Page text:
Discrimination goes beyond being criminally prosecuted for being an LGBTI person and can include limited access to healthcare, difficulty in securing employment, bullying or harassment in the workplace and much more.
LGBTI identity and intersectionality
Intersectionality is a term coined by black, feminist legal academic, Professor Kimberlé Crenshaw, and was first publicly explained in her 1989 essay ‘Demarginalizing the Intersection of Race and Sex.’
The term ‘intersectionality’ was originally used to describe the multiple forms of inequality and discrimination black women face in the USA but has now become an international marker for defining ways that different forms of oppression and discrimination intersect with each other.
Many countries of the Global South may have their own knowledge and experiences of addressing intersecting oppression. Feminist academic Nivedita Menon gives the example of India – stating that there has been a long history of engaging with multiple, intersecting identities that can be traced back to the anti-imperialist struggle, without any reference to Crenshaw’s work.
For example, an LGBTI person may experience discrimination because of their gender identity or sexual orientation, and oppression because of their race, class, caste, religion, ethnicity, (dis)ability, or age. In order to fight back against systems that oppress LGBTI people, we need to deconstruct all systems of oppression, including racism, imperialism, ableism, sexism, xenophobia, ageism or classism.
Pride as a Protest
What is Pride?
While Pride is often perceived as a celebration it originally began as a riot against police brutality at the Stonewall Inn in New York City. On 28 June 1969, the Stonewall Inn was raided by the police, as it had been on many occasions before, due to laws which required a ‘man’ or a ‘woman’ to be wearing clothing items which ‘matched’ their gender on their state-issued ID. As the LGBTI community in the Stonewall Inn, primarily led by trans women of colour, fought back, police brutality increased amid six days of riots which was a galvanizing force for LGBTI activism in the USA.
In many states around the world, Pride is still centrally and most importantly a protest which highlights, commemorates, and fights for the rights of LGBTI people.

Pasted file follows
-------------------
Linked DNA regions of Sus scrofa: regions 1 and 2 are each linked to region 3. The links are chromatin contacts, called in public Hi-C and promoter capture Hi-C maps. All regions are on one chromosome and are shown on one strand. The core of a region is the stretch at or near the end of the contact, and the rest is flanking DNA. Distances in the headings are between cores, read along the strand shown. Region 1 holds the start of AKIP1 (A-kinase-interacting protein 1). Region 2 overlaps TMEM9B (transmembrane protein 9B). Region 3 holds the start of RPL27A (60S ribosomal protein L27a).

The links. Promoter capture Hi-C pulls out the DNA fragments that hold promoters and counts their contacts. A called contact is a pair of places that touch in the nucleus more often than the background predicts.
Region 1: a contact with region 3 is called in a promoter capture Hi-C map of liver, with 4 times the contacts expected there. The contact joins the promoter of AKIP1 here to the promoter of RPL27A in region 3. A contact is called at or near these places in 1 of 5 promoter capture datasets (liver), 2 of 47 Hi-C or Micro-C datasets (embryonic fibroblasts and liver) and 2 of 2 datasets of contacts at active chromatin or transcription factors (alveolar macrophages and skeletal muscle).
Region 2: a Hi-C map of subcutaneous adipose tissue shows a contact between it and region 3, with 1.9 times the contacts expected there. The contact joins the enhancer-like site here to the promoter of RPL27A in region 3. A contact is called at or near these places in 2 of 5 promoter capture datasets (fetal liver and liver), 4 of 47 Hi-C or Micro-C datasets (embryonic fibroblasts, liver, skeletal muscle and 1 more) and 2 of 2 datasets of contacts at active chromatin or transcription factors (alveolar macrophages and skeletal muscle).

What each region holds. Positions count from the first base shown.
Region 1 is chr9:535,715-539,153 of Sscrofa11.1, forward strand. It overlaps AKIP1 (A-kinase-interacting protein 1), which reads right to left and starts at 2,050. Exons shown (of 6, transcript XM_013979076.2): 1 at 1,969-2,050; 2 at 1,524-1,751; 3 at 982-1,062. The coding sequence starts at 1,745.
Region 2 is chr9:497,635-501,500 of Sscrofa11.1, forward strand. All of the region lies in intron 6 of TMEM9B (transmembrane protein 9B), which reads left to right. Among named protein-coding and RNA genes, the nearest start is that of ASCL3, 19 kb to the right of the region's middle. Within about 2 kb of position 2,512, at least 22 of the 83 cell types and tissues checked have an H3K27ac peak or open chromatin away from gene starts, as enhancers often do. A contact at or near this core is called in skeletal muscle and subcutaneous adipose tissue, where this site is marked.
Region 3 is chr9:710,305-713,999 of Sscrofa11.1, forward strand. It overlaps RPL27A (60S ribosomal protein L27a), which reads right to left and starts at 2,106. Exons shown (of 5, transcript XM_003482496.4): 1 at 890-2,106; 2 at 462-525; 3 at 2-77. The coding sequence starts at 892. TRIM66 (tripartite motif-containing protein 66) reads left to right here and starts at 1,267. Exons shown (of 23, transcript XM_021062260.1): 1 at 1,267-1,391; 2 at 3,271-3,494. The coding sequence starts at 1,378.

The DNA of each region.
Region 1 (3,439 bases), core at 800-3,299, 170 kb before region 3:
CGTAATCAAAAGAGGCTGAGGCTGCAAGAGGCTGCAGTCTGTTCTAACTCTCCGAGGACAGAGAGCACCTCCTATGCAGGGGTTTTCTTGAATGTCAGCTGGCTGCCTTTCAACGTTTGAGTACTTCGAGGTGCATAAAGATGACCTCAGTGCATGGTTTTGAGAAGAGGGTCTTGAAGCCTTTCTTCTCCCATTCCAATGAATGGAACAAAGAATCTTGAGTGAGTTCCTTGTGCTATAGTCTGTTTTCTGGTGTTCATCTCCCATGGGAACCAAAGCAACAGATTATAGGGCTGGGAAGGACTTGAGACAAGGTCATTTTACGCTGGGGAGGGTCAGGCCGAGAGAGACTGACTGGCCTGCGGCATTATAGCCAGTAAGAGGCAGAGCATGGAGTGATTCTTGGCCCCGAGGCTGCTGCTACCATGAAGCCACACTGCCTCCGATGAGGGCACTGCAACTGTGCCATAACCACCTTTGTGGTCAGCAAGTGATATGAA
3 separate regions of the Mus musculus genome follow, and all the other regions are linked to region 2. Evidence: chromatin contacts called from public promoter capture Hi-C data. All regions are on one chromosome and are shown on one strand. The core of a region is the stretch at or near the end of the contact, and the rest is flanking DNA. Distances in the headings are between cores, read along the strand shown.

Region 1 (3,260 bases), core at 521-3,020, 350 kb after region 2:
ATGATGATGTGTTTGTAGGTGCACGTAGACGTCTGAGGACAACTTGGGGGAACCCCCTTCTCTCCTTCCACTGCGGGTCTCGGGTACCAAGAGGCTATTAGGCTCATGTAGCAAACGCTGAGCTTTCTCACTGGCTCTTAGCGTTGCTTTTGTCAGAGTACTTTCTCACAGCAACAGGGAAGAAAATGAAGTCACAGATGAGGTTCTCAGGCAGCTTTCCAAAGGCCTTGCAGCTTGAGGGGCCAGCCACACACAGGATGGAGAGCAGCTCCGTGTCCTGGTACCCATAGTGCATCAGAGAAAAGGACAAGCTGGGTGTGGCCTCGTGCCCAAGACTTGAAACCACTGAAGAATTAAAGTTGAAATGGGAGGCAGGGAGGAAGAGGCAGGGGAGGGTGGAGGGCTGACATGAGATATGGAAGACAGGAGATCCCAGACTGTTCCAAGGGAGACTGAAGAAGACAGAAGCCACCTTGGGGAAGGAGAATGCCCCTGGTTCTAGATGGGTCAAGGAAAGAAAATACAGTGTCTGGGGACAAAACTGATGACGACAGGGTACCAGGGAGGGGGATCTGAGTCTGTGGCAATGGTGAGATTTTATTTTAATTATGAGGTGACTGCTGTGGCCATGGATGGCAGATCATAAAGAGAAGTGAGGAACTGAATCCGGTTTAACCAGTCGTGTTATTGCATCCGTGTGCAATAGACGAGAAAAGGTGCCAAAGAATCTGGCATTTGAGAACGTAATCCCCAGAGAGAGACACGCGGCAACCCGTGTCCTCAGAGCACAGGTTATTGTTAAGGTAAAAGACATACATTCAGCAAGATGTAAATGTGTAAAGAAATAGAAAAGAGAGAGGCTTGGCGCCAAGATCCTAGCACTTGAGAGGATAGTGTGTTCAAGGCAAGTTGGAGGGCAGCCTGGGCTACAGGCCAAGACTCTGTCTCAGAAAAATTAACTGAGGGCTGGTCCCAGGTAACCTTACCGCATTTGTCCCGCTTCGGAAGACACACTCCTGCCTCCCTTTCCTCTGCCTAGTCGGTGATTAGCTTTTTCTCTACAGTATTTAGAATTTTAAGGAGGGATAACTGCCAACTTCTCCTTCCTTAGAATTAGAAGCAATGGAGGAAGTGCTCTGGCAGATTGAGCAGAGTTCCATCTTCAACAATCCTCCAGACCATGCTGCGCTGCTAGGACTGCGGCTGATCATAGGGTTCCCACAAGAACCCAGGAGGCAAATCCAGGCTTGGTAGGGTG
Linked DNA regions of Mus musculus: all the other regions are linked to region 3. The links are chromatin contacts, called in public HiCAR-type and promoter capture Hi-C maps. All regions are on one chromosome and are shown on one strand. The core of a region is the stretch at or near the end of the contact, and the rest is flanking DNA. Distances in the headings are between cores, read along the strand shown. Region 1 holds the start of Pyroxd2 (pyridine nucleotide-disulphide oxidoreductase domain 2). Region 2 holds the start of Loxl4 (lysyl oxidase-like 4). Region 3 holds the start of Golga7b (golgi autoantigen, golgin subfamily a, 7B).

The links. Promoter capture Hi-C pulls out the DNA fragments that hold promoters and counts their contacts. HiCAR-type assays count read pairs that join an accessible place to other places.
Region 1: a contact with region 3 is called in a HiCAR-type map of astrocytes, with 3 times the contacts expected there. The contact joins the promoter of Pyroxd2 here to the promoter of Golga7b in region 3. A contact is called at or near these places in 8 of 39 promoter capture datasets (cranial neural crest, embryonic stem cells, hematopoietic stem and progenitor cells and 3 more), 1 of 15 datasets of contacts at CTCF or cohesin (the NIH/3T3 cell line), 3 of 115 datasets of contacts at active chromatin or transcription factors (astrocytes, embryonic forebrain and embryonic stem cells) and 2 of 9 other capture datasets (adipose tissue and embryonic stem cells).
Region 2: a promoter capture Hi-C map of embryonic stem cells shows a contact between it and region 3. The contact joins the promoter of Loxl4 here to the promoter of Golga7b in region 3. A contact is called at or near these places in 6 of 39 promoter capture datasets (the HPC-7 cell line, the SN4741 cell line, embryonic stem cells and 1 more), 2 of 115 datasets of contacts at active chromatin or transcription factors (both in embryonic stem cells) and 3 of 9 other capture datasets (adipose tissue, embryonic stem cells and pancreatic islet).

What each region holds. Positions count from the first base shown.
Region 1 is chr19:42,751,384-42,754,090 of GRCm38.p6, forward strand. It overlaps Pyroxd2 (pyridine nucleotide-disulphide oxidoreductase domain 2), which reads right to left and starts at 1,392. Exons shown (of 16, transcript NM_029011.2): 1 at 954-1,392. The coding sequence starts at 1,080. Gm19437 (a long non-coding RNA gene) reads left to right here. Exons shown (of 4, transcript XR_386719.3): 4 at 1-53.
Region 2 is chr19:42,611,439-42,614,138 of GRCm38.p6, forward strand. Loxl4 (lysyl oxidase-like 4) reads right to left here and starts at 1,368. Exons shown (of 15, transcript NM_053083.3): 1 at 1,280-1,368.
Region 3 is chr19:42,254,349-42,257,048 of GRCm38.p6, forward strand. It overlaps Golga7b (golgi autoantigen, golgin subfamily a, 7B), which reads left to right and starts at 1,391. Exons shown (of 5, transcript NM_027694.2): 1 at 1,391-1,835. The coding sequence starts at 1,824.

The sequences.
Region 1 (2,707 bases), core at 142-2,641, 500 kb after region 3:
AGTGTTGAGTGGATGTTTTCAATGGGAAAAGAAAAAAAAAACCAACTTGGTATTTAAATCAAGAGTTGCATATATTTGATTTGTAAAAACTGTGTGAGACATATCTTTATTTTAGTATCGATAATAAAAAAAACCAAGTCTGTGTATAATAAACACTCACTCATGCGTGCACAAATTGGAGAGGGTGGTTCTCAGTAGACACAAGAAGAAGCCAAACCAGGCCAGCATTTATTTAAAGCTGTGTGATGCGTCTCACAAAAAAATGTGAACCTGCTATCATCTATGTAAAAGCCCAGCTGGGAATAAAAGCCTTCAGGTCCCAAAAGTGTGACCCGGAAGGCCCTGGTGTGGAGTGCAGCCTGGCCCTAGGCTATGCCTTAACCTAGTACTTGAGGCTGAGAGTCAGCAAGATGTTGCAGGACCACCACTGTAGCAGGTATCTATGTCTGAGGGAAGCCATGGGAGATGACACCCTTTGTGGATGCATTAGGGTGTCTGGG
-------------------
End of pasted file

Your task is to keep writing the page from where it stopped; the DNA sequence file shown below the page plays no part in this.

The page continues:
Pride is marked differently in countries across the world. Many communities organize parades, marches and concerts that bring LGBTI people, allies, and the public together. But in other places, pride is actively shut down by governments and law enforcement agencies, leading to security risks for those participating.
While Pride has increasingly become one of the most visible modes of celebrating queer joy and resistance, LGBTI activism, protest and ways of coming together as a community have always existed across the world in different iterations. There are also several places in the world where Pride as a concept may not resonate with local LGBTI people, and they prefer to celebrate their identities in subtler, more locally relevant ways.
Case Study: Harassment of LGBTI activists in Poland
The atmosphere of hostility towards LGBTI people in Poland is getting progressively worse. Those who advocate for LGBTI rights face an immediate and hostile response from the state apparatus.
Our report documents the stories of those who uphold LGBTI rights and the repression they face for their peaceful actions.
Amnesty International research highlights examples of how Polish authorities not only fail to adequately protect LGBTI activists but have also targeted LGBTI people. People have faced prosecution just for writing in chalk or hanging a rainbow flag.
What is Amnesty doing to promote LGBTI rights?
Amnesty is committed to ending discrimination against LGBTI people around the world.
We learn from the lived experiences of LGBTI people and make recommendations to governments and other influential leaders on how to improve laws. For example, our research on the rights of intersex people was one of the first of its kind from a human rights perspective and strongly influenced new laws in Denmark, Finland, Greece and Norway.
Amnesty also helps activists around the world by producing resources on various issues that affect LGBTI people. This work takes many forms, from an advocacy toolkit for activists countering discrimination in Sub-Saharan Africa to the Body Politics series aimed at increasing awareness around the criminalization of sexuality and reproduction.
There is still a lot of work to do and we endeavour to continue to push for the fulfilment of all the rights of LGBTI people, in close collaboration with partners, LGBTI groups and activists across the globe.